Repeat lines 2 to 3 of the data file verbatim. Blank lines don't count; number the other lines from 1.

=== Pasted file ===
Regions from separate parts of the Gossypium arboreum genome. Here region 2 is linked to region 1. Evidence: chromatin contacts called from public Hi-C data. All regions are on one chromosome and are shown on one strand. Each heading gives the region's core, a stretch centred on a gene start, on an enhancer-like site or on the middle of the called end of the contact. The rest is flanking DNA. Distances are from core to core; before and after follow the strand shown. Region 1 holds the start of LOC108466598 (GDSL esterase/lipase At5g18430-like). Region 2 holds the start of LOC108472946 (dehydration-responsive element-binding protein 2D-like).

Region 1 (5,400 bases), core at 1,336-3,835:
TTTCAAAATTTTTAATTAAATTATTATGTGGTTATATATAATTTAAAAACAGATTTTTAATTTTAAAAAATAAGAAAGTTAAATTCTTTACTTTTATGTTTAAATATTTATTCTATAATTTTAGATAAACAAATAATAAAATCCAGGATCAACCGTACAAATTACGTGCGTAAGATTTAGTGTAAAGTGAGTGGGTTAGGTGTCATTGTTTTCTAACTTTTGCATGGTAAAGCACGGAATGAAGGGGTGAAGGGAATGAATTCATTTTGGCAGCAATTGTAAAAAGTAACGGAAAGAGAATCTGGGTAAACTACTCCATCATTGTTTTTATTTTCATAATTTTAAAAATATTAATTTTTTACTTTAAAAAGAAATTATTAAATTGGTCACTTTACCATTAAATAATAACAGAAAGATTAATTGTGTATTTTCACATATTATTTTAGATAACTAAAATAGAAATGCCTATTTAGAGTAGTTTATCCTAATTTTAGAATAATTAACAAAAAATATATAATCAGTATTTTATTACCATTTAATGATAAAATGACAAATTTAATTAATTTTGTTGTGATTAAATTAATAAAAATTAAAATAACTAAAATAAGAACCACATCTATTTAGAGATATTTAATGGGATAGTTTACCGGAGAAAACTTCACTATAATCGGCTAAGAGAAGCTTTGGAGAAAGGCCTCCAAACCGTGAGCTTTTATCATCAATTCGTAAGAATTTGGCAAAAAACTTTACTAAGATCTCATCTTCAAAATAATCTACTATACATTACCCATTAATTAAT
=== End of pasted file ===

Region 1 (5,400 bases), core at 1,336-3,835:
TTTCAAAATTTTTAATTAAATTATTATGTGGTTATATATAATTTAAAAACAGATTTTTAATTTTAAAAAATAAGAAAGTTAAATTCTTTACTTTTATGTTTAAATATTTATTCTATAATTTTAGATAAACAAATAATAAAATCCAGGATCAACCGTACAAATTACGTGCGTAAGATTTAGTGTAAAGTGAGTGGGTTAGGTGTCATTGTTTTCTAACTTTTGCATGGTAAAGCACGGAATGAAGGGGTGAAGGGAATGAATTCATTTTGGCAGCAATTGTAAAAAGTAACGGAAAGAGAATCTGGGTAAACTACTCCATCATTGTTTTTATTTTCATAATTTTAAAAATATTAATTTTTTACTTTAAAAAGAAATTATTAAATTGGTCACTTTACCATTAAATAATAACAGAAAGATTAATTGTGTATTTTCACATATTATTTTAGATAACTAAAATAGAAATGCCTATTTAGAGTAGTTTATCCTAATTTTAGAATAATTAACAAAAAATATATAATCAGTATTTTATTACCATTTAATGATAAAATGACAAATTTAATTAATTTTGTTGTGATTAAATTAATAAAAATTAAAATAACTAAAATAAGAACCACATCTATTTAGAGATATTTAATGGGATAGTTTACCGGAGAAAACTTCACTATAATCGGCTAAGAGAAGCTTTGGAGAAAGGCCTCCAAACCGTGAGCTTTTATCATCAATTCGTAAGAATTTGGCAAAAAACTTTACTAAGATCTCATCTTCAAAATAATCTACTATACATTACCCATTAATTAAT